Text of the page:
هماهنگی زنجیره تامین از طریق قراردادهای ناشی از تخفیف
|کد مقاله||سال انتشار||مقاله انگلیسی||ترجمه فارسی||تعداد کلمات|
|910||2013||18 صفحه PDF||سفارش دهید||محاسبه نشده|
Publisher : Elsevier - Science Direct (الزویر - ساینس دایرکت)
Journal : Transportation Research Part E: Logistics and Transportation Review, Volume 50, February 2013, Pages 120–137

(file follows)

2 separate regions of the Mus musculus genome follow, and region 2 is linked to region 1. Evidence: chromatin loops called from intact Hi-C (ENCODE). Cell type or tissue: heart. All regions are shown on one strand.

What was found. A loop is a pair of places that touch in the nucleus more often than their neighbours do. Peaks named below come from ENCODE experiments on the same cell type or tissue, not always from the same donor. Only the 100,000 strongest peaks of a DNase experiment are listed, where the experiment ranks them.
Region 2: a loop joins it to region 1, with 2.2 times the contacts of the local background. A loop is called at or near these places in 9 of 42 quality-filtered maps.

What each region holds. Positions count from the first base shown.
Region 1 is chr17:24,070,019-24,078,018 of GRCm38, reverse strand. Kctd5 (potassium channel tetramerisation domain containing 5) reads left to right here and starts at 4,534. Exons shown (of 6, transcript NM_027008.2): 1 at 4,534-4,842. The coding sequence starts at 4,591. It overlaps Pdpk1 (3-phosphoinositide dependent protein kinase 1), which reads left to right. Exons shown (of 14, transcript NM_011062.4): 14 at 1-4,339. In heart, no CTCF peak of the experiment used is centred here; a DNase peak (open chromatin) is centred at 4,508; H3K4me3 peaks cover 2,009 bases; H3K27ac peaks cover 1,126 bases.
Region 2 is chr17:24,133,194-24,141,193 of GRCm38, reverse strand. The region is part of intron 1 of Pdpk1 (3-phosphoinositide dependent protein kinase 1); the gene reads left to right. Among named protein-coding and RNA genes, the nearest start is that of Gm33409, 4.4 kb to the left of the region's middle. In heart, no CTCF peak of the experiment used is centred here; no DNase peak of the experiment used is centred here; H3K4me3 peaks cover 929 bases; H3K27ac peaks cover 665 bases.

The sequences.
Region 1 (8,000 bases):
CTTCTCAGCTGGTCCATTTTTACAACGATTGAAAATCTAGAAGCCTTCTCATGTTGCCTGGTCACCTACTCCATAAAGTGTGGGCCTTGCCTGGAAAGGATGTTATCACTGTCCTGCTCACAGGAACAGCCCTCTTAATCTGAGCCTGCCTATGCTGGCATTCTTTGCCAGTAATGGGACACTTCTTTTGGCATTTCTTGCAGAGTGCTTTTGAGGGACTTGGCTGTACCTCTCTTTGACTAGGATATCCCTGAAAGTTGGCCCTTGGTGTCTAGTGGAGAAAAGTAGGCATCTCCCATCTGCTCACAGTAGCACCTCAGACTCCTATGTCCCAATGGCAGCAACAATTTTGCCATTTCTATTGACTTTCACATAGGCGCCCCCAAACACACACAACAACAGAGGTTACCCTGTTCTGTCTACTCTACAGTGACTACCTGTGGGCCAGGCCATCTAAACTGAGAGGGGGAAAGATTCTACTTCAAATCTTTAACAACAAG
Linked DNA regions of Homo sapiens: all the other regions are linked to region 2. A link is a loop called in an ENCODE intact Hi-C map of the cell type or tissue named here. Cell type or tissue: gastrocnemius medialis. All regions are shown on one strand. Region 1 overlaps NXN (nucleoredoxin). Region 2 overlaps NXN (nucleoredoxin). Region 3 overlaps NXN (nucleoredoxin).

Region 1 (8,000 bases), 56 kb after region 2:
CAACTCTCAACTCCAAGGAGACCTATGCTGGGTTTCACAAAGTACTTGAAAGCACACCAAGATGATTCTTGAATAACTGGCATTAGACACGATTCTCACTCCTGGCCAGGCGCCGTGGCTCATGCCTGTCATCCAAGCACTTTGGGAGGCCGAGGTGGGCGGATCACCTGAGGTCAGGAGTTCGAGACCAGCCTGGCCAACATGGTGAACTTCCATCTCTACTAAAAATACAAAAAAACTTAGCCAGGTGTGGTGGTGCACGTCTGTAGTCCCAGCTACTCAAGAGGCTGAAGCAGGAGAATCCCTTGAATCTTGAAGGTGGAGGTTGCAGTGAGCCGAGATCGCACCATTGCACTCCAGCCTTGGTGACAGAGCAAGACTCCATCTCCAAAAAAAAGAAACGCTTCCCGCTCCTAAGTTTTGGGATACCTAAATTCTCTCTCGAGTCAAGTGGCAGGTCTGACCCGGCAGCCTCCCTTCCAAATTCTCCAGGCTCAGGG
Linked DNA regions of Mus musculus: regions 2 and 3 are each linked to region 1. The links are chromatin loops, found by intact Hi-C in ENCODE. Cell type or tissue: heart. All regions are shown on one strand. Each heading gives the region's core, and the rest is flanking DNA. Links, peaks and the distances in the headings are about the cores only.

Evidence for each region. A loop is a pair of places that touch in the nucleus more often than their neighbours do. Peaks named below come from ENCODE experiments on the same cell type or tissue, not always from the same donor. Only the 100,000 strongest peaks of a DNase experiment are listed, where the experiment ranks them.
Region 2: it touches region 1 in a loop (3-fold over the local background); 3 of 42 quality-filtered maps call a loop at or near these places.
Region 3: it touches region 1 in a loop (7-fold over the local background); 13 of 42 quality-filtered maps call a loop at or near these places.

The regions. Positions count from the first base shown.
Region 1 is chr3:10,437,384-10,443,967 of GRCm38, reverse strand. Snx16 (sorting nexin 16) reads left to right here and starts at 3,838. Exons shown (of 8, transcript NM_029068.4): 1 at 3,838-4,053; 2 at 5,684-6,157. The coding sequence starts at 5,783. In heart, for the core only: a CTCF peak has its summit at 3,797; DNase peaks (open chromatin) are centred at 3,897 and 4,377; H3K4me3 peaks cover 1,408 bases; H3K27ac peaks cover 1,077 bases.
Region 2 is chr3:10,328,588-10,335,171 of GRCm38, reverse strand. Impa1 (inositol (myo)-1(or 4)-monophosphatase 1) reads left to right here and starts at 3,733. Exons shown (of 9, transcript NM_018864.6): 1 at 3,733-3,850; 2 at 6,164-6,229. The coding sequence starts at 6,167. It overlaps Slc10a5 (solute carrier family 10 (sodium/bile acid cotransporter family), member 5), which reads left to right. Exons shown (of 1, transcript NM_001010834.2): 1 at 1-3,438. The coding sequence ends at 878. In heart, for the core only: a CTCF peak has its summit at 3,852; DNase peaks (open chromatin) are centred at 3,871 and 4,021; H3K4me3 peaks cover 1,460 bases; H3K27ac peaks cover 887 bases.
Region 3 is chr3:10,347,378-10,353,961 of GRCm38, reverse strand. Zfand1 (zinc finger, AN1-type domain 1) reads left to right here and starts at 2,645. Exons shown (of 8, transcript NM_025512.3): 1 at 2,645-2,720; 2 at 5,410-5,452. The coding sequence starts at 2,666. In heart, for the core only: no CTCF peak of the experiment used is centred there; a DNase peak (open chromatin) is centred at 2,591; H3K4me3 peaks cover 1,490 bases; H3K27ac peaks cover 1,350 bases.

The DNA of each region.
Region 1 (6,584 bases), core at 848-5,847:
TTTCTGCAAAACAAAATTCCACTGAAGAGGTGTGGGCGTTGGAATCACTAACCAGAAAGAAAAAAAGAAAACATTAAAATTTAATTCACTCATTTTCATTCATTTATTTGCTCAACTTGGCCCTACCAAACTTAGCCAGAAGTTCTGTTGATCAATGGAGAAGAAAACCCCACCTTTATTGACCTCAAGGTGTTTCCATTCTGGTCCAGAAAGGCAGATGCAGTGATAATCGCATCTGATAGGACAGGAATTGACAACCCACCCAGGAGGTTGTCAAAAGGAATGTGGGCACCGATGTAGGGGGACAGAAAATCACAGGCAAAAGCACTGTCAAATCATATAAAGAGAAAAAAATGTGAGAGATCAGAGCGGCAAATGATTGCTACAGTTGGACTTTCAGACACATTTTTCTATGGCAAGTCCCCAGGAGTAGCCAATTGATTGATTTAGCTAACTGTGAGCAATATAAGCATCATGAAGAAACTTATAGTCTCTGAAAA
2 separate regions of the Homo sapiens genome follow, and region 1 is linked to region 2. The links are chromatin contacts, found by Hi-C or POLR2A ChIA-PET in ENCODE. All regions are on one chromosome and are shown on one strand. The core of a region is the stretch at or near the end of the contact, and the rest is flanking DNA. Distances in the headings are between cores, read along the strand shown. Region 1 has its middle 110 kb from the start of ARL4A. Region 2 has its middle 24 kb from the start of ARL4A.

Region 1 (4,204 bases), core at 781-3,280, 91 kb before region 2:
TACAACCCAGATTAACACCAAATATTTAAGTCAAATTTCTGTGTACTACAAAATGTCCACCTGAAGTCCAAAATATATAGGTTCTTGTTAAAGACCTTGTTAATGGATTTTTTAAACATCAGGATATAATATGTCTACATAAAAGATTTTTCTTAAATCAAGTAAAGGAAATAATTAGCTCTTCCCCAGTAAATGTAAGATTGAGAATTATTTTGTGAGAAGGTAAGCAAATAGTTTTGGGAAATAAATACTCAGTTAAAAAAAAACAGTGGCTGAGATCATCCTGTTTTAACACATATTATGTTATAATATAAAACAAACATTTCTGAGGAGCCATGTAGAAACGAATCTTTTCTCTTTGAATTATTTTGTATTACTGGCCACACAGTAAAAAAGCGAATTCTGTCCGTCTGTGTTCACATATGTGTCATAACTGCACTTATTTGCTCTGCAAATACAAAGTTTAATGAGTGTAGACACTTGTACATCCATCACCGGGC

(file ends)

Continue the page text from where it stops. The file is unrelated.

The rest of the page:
In this paper three different types of rebate induced contract namely direct-rebate and revenue sharing contract; downward direct rebate contract; direct-rebate and effort sharing contract are proposed for supply chain coordination perspective. Effectiveness and flexibility of proposed contracts under linear and iso-elastic demand are discussed analytically. It is shown that under certain conditions both manufacturer and retailer can gain more profit by means of appropriate coordination contracts. Several important implications are derived analytically to point out relationship among characteristically different contracts. Results are illustrated with numerical examples.